On April 3, 2018, the Military Spouse JD Network (MSJDN) joined with attorney Patricia Elrod Hill, the Georgia Association of Women Lawyers, and the National Association of Women Lawyers to file an amici brief in support of a military spouse attorney and MSJDN member Harriet O’Neal (pictured with her husband), whose application for admission to the Georgia bar was denied. The American Bar Association filed its own amicus brief in support of Ms. O’Neal, arguing that the Georgia Board of Bar Examiners may have violated Ms. O’Neal’s procedural due process rights after denying her bar admission application under a waiver program for military spouses, without providing any explanation for the denial.
The Supreme Court of Georgia adopted a “Military Spouse JD Waiver Process and Policy” back in 2016, which would allow a military spouse attorney to petition to waive certain requirements of Part C, Section 2 of the Rules Governing Admission to the Practice of Law in Georgia – namely, the fact that the applicant “has been primarily engaged in the active practice of law for five of the seven years immediately preceding the date upon which the application is filed.
In order to be eligible to apply for this waiver, a military spouse attorney would have to be licensed in another jurisdiction and be the spouse of an active duty servicemember who is stationed in Georgia due to military orders. The Georgia Board of Bar Examiners would then review three criteria in making the determination whether the military spouse attorney would be granted a waiver under the policy in their application for admission to the Georgia bar:
- The duration of the military spouse petitioner’s engagement in the active practice of law;
- The military spouse attorney’s employment history in the legal profession; and
- Career goals held by the military spouse petitioner.
Harriet O’Neal is a military spouse eligible to apply for the waiver, as her spouse is stationed in Georgia due to active-duty military orders, and she is barred in the state of Louisiana. After practicing for more than three years in Louisiana, she relocated to Georgia with her Army husband. In Louisiana, Ms. O’Neal represented indigent children in welfare matters, resolved labor disputes, served as a judicial law clerk, and provided pro bono service to military servicemembers, demonstrating that her career goals were toward public service.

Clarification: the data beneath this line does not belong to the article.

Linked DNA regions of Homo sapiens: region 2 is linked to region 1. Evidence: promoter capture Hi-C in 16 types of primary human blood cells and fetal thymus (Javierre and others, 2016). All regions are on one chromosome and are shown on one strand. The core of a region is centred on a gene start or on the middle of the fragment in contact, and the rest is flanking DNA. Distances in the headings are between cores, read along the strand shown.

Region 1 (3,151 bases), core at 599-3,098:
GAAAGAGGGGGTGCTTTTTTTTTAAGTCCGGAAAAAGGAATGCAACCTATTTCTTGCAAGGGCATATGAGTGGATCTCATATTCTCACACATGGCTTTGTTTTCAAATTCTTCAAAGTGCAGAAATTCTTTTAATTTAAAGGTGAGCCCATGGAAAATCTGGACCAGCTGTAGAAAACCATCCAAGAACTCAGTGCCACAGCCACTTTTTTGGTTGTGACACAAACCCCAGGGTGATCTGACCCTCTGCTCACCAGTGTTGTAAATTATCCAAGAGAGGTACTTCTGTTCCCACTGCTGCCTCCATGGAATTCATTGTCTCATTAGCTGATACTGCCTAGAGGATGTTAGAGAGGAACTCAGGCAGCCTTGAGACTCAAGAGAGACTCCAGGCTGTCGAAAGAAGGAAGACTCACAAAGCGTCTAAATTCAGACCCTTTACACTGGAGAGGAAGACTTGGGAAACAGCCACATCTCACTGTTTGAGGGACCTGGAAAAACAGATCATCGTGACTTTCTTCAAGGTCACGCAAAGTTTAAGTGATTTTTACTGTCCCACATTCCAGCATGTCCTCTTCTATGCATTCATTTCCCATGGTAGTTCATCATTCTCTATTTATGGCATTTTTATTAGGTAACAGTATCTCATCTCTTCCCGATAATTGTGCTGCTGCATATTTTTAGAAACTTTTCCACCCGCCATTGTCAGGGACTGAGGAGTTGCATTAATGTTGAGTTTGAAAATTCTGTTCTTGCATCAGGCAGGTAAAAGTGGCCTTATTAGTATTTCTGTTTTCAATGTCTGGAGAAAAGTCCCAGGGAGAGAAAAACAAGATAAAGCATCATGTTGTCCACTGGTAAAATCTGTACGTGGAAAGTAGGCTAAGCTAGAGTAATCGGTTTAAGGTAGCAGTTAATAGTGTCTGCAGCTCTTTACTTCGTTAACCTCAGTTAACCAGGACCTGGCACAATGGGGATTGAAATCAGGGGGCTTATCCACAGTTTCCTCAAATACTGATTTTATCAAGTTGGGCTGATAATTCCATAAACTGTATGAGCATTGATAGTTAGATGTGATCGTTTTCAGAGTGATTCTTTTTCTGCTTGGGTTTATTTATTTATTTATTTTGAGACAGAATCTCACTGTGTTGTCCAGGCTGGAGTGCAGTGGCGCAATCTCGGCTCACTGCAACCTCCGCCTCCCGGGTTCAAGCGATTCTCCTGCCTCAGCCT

After her application to the Georgia bar seeking a waiver under the 2016 Military Spouse JD Waiver Process and Policy, Ms. O’Neal was denied by the Georgia Board of Bar Examiners, without any explanation as for the purpose of the denial. MSJDN, Patricia Elrod Hill, Georgia Association of Women Lawyers, and National Association of Women Lawyers amici brief argued that Ms. O’Neal had demonstrated good cause for waiver under the policy, and that favorable application of the waiver to Ms. O’Neal supports the national defense, as military spouse employment is a matter of national concern. The American Bar Association’s amicus brief argued that the failure to provide a reason for denial of Ms. O’Neal’s Georgia bar application “risk[ed] the improper implementation of the waiver policy, undermining its utility, interfering with this court’s judicial review function and potentially violating [Ms. O’Neal’s] procedural due process rights.” Both briefs requested that the Georgia Supreme Court reverse the Georgia Board of Bar Examiner’s decision.
Again, as of April 2018, 30 jurisdictions provide law licensing accommodations for military spouse attorneys. However, Georgia is one of a few jurisdictions that does not adopt the MSJDN model rule or a variation of it; rather, Georgia, like Texas, Massachusetts and New York, adopted a policy requiring military spouse attorneys to request waivers from their licensing rules on a case-by-case basis. Policies such as these lack clarity and leave military families in limbo as they apply for waivers.
Ms. O’Neal’s case shows that there is still much work to be done to support military spouses in our profession. What can law students do to help military spouse attorneys?
- Advocate: There are a number of states that still have not enacted military spouse law licensing accommodations, and state rule change advocacy efforts are always needed (visit msjdn.org/rule-change for a map). Law students and organizations can support advocacy efforts by writing letters of support of submitted MSJDN proposed rule changes, in line with the ABA’s 2012 resolution.
- Volunteer: MSJDN’s 501(c)(3) foundation, in partnership with the Tragedy Assistance Program for Survivors, coordinates pro bono work on behalf of Gold Star families and is always looking for law student volunteers to help these deserving families with their legal needs.
- Network: Invite a military spouse attorney or law student to coffee or a local event! We are often the new kids in town, so help us plug into our local communities.